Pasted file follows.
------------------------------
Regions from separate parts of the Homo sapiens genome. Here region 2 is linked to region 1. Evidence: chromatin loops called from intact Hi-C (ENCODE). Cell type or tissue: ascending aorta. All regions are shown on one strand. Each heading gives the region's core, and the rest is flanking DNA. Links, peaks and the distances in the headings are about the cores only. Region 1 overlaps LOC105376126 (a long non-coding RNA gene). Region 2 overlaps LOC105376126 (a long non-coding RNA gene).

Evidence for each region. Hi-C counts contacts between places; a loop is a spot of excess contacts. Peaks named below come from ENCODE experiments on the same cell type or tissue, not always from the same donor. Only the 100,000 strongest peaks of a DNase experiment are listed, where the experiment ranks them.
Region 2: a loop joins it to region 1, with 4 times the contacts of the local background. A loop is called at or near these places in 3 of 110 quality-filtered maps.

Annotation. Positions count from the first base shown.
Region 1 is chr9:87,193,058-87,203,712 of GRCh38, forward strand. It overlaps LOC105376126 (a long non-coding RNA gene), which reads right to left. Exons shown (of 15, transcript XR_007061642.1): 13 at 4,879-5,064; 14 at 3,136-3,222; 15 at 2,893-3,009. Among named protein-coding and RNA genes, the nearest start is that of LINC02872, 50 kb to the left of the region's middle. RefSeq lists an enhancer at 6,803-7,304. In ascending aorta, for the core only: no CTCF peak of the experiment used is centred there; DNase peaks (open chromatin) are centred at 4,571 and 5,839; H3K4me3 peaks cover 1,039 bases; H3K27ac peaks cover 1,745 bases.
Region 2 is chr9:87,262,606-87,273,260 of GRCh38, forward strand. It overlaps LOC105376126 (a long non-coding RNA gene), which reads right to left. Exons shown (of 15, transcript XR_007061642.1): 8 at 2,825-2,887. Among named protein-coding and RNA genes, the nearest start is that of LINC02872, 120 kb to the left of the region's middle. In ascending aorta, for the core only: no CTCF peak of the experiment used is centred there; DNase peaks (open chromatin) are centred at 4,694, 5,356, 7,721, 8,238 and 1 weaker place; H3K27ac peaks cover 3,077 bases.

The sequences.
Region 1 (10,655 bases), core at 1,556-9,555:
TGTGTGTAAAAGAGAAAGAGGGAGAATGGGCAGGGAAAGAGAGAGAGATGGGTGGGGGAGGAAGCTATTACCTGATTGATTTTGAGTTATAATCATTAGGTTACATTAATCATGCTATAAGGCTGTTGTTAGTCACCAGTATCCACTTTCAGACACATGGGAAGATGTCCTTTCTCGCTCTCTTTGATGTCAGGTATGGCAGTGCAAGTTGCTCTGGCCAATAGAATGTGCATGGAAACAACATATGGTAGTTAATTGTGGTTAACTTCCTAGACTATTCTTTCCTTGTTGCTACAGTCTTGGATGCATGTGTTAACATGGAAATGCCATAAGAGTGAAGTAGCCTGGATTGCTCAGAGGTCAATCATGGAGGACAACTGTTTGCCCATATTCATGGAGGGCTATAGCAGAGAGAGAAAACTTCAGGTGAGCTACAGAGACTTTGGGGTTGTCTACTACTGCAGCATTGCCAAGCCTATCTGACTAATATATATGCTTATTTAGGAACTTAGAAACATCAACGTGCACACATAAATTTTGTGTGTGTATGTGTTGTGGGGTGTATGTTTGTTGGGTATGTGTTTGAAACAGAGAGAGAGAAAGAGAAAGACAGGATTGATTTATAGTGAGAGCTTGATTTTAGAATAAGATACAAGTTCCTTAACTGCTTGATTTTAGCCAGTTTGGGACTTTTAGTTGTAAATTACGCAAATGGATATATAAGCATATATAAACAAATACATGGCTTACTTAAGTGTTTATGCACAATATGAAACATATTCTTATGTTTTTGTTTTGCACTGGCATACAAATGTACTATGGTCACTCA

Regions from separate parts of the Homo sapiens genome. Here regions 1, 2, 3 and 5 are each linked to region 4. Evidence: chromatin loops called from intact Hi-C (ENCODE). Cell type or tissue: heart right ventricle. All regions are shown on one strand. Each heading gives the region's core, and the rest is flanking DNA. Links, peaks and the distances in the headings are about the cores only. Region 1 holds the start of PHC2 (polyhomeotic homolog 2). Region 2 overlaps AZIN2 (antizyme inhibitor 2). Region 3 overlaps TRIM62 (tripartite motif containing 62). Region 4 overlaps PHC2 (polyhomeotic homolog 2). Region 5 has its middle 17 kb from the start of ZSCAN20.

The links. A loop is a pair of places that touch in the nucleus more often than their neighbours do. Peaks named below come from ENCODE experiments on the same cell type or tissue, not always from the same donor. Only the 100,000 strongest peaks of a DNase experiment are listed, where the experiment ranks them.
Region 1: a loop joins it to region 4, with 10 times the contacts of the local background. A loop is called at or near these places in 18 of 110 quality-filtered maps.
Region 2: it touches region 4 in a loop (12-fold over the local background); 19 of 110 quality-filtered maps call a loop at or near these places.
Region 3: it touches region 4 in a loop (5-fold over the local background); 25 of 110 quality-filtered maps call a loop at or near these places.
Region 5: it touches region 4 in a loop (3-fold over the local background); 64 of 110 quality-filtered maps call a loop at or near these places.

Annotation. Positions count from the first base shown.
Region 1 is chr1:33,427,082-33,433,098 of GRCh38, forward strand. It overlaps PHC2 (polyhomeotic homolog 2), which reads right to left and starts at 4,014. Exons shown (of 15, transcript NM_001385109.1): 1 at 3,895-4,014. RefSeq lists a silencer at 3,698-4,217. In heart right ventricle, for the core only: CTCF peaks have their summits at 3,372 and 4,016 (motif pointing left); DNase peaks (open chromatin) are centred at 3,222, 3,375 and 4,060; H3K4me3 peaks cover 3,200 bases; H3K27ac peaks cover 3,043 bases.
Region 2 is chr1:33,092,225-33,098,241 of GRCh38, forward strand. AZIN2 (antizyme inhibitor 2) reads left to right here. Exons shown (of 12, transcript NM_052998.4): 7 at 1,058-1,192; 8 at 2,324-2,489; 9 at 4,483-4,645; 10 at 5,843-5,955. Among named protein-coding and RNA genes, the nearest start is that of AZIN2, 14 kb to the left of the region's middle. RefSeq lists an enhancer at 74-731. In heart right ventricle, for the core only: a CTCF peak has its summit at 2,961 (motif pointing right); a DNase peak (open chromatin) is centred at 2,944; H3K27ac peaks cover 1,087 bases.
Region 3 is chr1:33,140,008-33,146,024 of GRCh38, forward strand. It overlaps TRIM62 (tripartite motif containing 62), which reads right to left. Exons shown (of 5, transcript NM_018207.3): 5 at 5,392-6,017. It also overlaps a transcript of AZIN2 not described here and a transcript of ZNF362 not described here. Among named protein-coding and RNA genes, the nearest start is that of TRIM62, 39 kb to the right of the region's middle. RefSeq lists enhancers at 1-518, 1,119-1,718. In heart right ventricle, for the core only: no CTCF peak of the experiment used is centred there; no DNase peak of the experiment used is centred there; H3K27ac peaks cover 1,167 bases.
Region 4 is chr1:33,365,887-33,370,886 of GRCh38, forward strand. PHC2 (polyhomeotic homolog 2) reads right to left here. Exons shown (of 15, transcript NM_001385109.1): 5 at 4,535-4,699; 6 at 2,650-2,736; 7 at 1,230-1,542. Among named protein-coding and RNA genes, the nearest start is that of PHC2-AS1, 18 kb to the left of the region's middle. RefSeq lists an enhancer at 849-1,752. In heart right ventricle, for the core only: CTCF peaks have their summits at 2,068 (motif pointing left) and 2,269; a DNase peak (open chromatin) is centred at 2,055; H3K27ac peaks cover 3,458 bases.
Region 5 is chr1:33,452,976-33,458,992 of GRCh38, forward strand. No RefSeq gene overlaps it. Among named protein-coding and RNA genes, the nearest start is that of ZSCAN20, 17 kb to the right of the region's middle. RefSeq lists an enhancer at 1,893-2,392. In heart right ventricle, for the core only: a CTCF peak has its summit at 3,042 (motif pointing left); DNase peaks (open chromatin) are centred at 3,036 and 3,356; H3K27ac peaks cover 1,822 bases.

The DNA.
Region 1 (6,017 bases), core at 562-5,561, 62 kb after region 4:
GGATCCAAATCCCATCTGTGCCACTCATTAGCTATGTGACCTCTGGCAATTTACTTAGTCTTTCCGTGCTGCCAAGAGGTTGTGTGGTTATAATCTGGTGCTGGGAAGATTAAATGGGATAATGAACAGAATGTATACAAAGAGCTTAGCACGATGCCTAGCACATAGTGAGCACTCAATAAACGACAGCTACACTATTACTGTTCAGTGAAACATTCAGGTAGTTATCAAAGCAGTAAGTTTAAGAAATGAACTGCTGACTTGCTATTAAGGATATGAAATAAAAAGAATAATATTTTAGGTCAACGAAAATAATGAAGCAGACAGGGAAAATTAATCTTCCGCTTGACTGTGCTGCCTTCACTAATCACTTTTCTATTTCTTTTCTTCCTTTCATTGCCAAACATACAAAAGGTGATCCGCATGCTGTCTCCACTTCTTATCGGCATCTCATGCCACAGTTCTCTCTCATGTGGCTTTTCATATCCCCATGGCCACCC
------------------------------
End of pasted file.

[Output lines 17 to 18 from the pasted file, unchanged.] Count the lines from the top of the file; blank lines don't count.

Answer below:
Region 1 is chr1:33,427,082-33,433,098 of GRCh38, forward strand. It overlaps PHC2 (polyhomeotic homolog 2), which reads right to left and starts at 4,014. Exons shown (of 15, transcript NM_001385109.1): 1 at 3,895-4,014. RefSeq lists a silencer at 3,698-4,217. In heart right ventricle, for the core only: CTCF peaks have their summits at 3,372 and 4,016 (motif pointing left); DNase peaks (open chromatin) are centred at 3,222, 3,375 and 4,060; H3K4me3 peaks cover 3,200 bases; H3K27ac peaks cover 3,043 bases.
Region 2 is chr1:33,092,225-33,098,241 of GRCh38, forward strand. AZIN2 (antizyme inhibitor 2) reads left to right here. Exons shown (of 12, transcript NM_052998.4): 7 at 1,058-1,192; 8 at 2,324-2,489; 9 at 4,483-4,645; 10 at 5,843-5,955. Among named protein-coding and RNA genes, the nearest start is that of AZIN2, 14 kb to the left of the region's middle. RefSeq lists an enhancer at 74-731. In heart right ventricle, for the core only: a CTCF peak has its summit at 2,961 (motif pointing right); a DNase peak (open chromatin) is centred at 2,944; H3K27ac peaks cover 1,087 bases.